Wisconsin Governor Expected to Mobilize National Guard During Primaries

Wisconsin Governor Tony Evers announced on Wednesday that the Wisconsin National Guard would be deployed to assist during the state's upcoming primary elections.

National Guard members are expected to work at voting sites around the state. Wisconsin has reported a shortage of over 900 poll workers because of the coronavirus pandemic. Many of the state's regular poll workers are over the age of 60 or have underlying health issues that could make them more likely to contract COVID-19. Evers issued an executive order in July that would allow him to call up the National Guard to temporarily fill the positions.

"The Wisconsin National Guard has played a critical role in our response to the COVID-19 pandemic and this mission is no different," Evers said in a Wednesday statement. "Time and time again the Guard has stepped up to help their neighbors, friends, and communities, as they will be doing on election day by helping to ensure that every Wisconsinite can vote safely without fear for their health."

"The Wisconsin National Guard continues to work in close collaboration with the Wisconsin Elections Commission to anticipate what support needs each county will have," Public Affairs Deputy Director CPT Joe Trovato of the Wisconsin National Guard said in a statement sent to Newsweek on Wednesday. "While serving as poll workers in our state's last few elections is unique, serving our state during times of emergency is one of our core missions in the Wisconsin National Guard."

Members of the Wisconsin National Guard are expected to report for training and assignation on Sunday. They are not expected to wear uniforms and will work at voting sites in the counties where they live. Wisconsin mobilized its National Guard during the state's general election in April which was conducted in person after Evers attempted to delay the election until June.

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A National Guard member works at a polling location during Wisconsin's 2020 general election in April. Andy Manis/Getty

Evers' order to postpone the election was blocked by the U.S. Supreme Court leading to worries that crowded voting sites would exacerbate the spread of the coronavirus.

Since March, more than 1,000 members of the Wisconsin National Guard have been assisting with the state's COVID-19 response. Guard members have staffed medical and warehousing facilities, transported coronavirus test materials and distributed supplies. None of the Wisconsin National Guard members currently responding to the COVID-19 situation are expected to staff voting sites during Tuesday's primary elections.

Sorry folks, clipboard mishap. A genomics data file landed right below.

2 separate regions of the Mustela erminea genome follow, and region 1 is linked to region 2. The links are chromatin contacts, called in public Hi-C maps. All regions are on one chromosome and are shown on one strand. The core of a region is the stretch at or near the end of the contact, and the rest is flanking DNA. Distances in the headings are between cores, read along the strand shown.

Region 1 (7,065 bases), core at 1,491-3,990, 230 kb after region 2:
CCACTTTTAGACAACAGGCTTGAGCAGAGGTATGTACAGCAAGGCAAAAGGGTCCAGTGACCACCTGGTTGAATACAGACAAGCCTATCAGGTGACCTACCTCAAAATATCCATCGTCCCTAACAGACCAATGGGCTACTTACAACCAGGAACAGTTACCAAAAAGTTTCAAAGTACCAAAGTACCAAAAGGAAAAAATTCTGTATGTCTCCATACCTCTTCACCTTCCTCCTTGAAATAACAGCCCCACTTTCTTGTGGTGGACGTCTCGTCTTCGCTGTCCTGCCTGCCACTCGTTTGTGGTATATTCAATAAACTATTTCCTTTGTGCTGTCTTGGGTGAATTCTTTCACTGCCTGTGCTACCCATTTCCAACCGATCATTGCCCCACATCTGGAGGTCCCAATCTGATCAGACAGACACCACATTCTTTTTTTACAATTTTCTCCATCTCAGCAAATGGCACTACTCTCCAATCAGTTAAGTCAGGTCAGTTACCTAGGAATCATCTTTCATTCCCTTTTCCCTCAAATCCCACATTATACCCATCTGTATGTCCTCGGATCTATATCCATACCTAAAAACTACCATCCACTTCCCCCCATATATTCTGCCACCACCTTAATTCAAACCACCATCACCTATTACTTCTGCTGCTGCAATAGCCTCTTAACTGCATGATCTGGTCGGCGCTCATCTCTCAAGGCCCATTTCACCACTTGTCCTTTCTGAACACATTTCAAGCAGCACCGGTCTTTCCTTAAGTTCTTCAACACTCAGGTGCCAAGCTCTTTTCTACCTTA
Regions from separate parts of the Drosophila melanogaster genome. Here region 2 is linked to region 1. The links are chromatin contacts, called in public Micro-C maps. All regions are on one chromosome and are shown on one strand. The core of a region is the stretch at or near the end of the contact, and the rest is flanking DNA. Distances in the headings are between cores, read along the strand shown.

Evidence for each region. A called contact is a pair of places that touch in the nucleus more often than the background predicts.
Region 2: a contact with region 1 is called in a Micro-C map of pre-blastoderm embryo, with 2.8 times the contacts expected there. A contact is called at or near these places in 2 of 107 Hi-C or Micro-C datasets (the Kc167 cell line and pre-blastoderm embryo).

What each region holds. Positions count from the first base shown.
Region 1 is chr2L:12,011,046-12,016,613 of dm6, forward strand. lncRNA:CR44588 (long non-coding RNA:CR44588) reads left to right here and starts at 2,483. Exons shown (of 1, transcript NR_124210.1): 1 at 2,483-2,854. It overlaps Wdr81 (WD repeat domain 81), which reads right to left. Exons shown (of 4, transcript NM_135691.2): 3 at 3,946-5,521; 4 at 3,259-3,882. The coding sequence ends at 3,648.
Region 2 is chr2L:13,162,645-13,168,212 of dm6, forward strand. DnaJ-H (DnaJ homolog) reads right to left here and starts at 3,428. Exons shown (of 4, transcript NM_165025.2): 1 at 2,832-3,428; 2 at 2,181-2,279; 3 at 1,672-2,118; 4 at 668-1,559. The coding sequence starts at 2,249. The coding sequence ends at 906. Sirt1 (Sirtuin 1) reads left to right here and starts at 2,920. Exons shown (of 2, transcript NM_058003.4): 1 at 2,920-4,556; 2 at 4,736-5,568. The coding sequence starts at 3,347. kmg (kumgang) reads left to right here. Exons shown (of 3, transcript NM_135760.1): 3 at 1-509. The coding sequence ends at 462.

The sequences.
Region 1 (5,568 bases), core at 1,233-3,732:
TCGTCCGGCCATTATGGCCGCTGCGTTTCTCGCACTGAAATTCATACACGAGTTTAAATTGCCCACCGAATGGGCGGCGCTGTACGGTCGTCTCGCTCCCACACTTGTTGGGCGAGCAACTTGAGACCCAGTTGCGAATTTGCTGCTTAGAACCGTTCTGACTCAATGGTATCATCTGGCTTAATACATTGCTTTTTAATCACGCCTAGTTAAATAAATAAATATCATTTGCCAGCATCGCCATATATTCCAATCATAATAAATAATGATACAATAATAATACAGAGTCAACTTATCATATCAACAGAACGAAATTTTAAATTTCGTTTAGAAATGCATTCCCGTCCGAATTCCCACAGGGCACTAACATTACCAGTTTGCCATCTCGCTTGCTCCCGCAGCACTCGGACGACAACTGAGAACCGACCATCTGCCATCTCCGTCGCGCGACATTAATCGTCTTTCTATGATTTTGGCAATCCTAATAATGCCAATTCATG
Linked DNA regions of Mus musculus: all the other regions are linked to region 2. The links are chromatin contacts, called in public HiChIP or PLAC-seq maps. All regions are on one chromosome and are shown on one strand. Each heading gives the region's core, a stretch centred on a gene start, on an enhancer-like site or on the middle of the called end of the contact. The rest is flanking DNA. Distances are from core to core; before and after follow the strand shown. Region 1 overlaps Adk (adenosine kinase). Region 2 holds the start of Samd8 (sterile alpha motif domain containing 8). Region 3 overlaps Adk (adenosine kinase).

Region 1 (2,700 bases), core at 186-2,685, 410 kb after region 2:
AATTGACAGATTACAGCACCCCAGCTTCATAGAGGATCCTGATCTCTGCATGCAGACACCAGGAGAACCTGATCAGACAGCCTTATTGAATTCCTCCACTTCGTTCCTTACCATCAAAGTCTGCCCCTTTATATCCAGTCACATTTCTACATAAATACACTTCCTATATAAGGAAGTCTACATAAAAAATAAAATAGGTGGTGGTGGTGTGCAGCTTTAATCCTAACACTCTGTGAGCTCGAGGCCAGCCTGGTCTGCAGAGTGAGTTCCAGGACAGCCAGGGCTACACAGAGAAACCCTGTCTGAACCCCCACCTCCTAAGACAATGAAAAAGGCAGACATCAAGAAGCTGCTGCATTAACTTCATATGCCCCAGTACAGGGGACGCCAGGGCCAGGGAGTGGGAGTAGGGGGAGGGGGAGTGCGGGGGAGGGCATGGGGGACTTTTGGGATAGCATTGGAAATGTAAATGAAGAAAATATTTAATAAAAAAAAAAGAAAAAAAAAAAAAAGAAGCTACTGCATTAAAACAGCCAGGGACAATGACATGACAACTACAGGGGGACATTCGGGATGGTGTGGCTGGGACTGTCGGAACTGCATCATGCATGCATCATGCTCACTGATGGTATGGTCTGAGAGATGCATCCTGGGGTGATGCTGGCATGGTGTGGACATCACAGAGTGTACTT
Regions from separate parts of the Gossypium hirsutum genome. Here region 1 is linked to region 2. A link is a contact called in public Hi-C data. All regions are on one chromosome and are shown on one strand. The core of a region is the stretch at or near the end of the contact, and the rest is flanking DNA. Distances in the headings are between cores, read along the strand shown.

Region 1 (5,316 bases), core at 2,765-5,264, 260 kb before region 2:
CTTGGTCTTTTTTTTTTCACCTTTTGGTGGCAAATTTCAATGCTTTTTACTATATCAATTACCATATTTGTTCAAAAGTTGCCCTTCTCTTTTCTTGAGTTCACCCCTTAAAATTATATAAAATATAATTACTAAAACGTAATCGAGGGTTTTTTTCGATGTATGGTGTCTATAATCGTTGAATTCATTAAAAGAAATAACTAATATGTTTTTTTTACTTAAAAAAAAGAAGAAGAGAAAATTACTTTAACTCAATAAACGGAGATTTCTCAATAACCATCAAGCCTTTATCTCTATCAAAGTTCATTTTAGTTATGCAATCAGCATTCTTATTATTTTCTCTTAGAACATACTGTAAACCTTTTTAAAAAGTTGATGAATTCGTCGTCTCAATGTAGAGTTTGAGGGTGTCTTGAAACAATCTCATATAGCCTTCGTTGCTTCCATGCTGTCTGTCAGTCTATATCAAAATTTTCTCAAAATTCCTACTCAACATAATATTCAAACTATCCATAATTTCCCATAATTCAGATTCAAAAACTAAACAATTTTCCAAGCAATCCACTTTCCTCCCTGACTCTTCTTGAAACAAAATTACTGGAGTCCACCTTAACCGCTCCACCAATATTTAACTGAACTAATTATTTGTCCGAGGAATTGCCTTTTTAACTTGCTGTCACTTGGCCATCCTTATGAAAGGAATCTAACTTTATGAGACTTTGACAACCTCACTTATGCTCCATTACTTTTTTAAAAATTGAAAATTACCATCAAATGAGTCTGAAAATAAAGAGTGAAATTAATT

Positive coronavirus cases in Wisconsin remained at a high level on Wednesday. Data from the Wisconsin Department of Health Services indicate 884 new cases on Wednesday, pulling the state's cumulative total to 56,940 positive cases.

Evers ordered a statewide emergency mask mandate applicable to individuals 5 years old or older in July after the state experienced an increase in positive cases. Masks must be worn indoors and in enclosed places accessible to the public, such as public transportation and outdoor bars and restaurants. Individuals found to be in violation of the order could be issued a $200 fine.

"I know there have been those who have demanded a piecemeal rather than a statewide approach," Evers said during a July news briefing. "Well, we've tried their way and, folks, it's not working. Our statewide efforts to combat this virus have worked before and so that's what we've announced here today."

Some members of the GOP have criticized Evers' order as a distraction from another issues.

"The mandatory face mask order was nothing more than political cover for the real purpose of the governor issuing an illegal emergency declaration," said Republican Wisconsin Senator Steve Nass in a statement, "keeping public and private school buildings from reopening in September."

Evers said Monday he has no "secret plan" to order all schools to engage remote learning. He still expects Wisconsin schools to open in the fall, although the specifics of reopening should be left to local school districts.